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                                  "Dielectric laser accelerator – a vision

                        toward chip-size accelerator and x-ray laser pointer"





Thursday, 24. Oct. 2019

    Video-Recording for any system with MP4-support

   - Video.mp4  (ca.454 Mb)

 09:15 – 10:15



                                                           Yen-Chieh Huang

                              (Institute of Photonics Technology, National Tsing Hua University, Taiwan

                                                                        (Applied Physics (KTH)))


The size of a particle accelerator scales with the wavelength of the electromagnetic wave

powering the accelerator structure. An optical-frequency accelerator built in dielectric is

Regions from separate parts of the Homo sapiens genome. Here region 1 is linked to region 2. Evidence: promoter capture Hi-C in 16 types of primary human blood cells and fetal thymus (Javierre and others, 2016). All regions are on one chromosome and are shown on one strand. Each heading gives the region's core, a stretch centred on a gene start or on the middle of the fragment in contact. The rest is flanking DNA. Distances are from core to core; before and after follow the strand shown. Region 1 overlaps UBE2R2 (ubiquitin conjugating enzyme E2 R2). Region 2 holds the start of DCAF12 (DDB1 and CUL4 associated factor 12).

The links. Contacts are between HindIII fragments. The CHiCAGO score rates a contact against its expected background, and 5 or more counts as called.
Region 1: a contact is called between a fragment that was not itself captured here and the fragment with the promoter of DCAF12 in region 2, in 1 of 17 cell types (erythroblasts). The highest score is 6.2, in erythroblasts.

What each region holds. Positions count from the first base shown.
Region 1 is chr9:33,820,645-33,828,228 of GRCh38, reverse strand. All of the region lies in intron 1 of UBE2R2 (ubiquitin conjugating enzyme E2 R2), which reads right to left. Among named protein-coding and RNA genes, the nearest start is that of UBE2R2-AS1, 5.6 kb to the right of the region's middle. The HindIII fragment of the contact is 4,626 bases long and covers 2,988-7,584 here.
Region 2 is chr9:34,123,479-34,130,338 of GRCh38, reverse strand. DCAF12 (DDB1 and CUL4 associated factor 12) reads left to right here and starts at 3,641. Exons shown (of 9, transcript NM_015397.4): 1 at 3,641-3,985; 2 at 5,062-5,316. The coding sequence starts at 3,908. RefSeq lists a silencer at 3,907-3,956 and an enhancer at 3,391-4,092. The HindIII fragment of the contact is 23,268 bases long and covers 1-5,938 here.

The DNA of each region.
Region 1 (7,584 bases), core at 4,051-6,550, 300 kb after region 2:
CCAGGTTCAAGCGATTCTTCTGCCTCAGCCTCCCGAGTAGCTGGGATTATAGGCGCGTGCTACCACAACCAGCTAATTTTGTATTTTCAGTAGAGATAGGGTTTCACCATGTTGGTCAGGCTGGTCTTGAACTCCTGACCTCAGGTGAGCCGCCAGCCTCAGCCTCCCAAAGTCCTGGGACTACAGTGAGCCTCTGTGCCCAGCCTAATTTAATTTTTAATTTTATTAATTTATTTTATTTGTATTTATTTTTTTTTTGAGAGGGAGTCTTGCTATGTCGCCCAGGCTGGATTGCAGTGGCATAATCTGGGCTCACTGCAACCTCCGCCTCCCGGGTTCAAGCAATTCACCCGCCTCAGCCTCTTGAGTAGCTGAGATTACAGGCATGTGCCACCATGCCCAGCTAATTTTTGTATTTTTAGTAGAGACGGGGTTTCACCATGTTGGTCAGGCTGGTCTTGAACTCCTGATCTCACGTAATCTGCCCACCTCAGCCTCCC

expected to be 100,000 times smaller than a conventional RF-frequency accelerator built

in copper. Compared with copper, a dielectric has a much higher damage resistance to a

laser field for high-gradient particle acceleration. Built upon lithographic technologies,

a dielectric laser accelerator (DLA), operating at the optical frequencies with a pulse rate

close to 1 GHz and an acceleration gradient up to 1 GV/m, is expected to generate high-

energy attosecond electron bunches from a microchip with a moderate beam current.

The bunched electrons are well suited for generating highly efficient electron superadiance

in the EUV and x-ray spectrum. In this talk, I will first review and update the R&D of such

accelerators in the past 20 years. I will then aggressively compare the peak and average

brilliance of envisioned DLA-driven x-ray radiation sources against the 3rd– and 4th-

generation synchrotron light sources. Since a DLA operates with a much smaller beam

current, superior performance of a DLA-driven radiation source stands out when the

brilliance under comparison is normalized to the beam power.


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